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Understanding Music

I came across these two articles in the past couple of weeks.  The first article suggests why happiness is associated with major keys and sadness with minor, and the second discusses a book that proposes atonal music is more difficult to understand due to a lack of easily identifiable patterns.

http://www.newscientist.com/article/dn18367-songs-in-the-key-of-life-what-makes-music-emotional.html

http://www.telegraph.co.uk/science/science-news/7279626/Audiences-hate-modern-classical-music-because-their-brains-cannot-cope.html

This makes me wonder about my role as a performer/composer working in a post-modern idiom.  Much of the music I play and write eschews major/minor tonality and the kinds of structural patterns that are easy to identify.  It seems, then, that the music is undeniably less accessible.  Does that make it less worthwhile to perform or write?

The first concert

The first performance of Grocery Store Sushi took place at the Bloomington School of Music on New York’s upper west side.  It was an unusually warm evening for September and there was no air conditioning. Grocery Store Sushi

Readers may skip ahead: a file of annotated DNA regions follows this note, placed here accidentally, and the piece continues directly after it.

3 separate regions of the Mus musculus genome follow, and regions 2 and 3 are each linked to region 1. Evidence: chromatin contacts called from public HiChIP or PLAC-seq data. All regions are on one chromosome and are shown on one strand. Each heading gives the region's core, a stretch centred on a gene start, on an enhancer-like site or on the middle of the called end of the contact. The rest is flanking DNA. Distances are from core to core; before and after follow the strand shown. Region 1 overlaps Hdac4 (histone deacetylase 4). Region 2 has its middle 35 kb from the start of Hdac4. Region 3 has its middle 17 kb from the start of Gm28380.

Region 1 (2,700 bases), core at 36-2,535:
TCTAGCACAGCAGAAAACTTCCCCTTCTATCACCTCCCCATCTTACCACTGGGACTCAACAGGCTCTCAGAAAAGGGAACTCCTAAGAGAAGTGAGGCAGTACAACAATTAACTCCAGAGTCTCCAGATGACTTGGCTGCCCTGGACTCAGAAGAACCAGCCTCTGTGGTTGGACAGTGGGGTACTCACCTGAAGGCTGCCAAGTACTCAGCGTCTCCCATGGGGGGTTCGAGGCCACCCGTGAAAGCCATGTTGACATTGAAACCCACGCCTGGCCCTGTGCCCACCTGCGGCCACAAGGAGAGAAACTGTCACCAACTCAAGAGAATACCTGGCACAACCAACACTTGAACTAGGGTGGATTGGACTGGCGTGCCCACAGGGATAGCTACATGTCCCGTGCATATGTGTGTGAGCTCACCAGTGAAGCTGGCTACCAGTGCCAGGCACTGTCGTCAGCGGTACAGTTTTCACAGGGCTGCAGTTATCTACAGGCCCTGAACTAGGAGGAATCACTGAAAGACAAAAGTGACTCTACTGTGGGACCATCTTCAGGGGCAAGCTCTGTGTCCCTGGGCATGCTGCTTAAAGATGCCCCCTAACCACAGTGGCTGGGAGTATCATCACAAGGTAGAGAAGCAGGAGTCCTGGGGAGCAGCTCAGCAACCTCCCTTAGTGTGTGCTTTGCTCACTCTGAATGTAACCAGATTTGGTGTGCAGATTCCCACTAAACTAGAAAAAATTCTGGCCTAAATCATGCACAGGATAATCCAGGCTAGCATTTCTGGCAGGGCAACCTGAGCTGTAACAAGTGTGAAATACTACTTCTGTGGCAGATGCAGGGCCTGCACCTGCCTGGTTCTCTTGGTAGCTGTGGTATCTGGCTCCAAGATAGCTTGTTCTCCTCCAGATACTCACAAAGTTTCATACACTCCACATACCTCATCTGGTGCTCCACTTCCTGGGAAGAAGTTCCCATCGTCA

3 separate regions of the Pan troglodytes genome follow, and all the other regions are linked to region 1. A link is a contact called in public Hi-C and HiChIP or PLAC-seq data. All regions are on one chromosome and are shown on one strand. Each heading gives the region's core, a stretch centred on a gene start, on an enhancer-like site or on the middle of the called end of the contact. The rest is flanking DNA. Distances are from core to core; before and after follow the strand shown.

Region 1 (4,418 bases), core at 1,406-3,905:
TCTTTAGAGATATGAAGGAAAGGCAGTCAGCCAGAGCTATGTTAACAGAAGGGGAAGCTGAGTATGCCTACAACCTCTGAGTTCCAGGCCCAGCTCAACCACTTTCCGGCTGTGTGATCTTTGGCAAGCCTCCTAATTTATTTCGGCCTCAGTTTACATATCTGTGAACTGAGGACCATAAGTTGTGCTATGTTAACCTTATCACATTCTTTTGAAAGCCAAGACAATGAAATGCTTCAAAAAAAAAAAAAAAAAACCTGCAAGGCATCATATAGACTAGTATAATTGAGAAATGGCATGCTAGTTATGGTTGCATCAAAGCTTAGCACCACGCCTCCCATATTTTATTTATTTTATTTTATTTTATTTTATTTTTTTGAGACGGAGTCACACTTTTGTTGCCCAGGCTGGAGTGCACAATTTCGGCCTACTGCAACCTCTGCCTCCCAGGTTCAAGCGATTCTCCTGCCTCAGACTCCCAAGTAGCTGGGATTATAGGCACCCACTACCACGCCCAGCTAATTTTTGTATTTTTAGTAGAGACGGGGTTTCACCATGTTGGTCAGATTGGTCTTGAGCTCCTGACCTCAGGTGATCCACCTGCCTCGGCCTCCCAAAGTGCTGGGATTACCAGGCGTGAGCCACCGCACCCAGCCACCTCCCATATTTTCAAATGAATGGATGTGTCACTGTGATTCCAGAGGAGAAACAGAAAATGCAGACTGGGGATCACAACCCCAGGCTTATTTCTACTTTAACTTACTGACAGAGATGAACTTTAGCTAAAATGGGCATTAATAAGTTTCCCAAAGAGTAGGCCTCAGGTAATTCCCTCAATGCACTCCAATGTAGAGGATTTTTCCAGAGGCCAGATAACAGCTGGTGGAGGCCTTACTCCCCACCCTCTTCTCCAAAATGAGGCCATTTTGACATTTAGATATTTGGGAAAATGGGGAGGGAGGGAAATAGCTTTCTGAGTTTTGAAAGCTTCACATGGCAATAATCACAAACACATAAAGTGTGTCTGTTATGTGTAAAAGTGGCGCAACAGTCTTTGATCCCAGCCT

suson

Christopher wrote this piece in 2007-08.  Ideally, it should be realized in four channels.  Unfortunately, this is a stereo mix.  The basis for the piece is a low b sampled from a trombone.  This sound sample was then manipulated in a variety of ways to create what you will hear.11-suson-1

Just what is Grocery Store Sushi?

In this context Grocery Store Sushi is a new music project conceived by myself.  It was spawned by a late night visit to a grocery store in Inwood.  It was about 11:30pm and I needed a little extra fuel to continue practicing.  Immediately in front of me as I entered the store was a refrigerated unit containing prepackaged sushi.  I thought to myself, “Sushi sounds good.”  Closer inspection, however, revealed that the sushi was of inferior quality.  This spawned another thought along these lines: sushi is considered by some to be an art form and our consumerist society has corrupted it through mass marketing, a fate also shared by many other products and services in today’s market.  As a reaction against this perceived corruption Grocery Store Sushi was born.  Its intent is to bring art music to as many people as will listen to it without corrupting the product in the process.  I have been joined in this endeavor by Christopher Jette, composer; Andrew Kozar, trumpet; Phillip Everall, bass clarinet; and William Lang, trombone.

Christopher Jette in the grocery store where the idea was born

Christopher Jette in the grocery store where the idea was born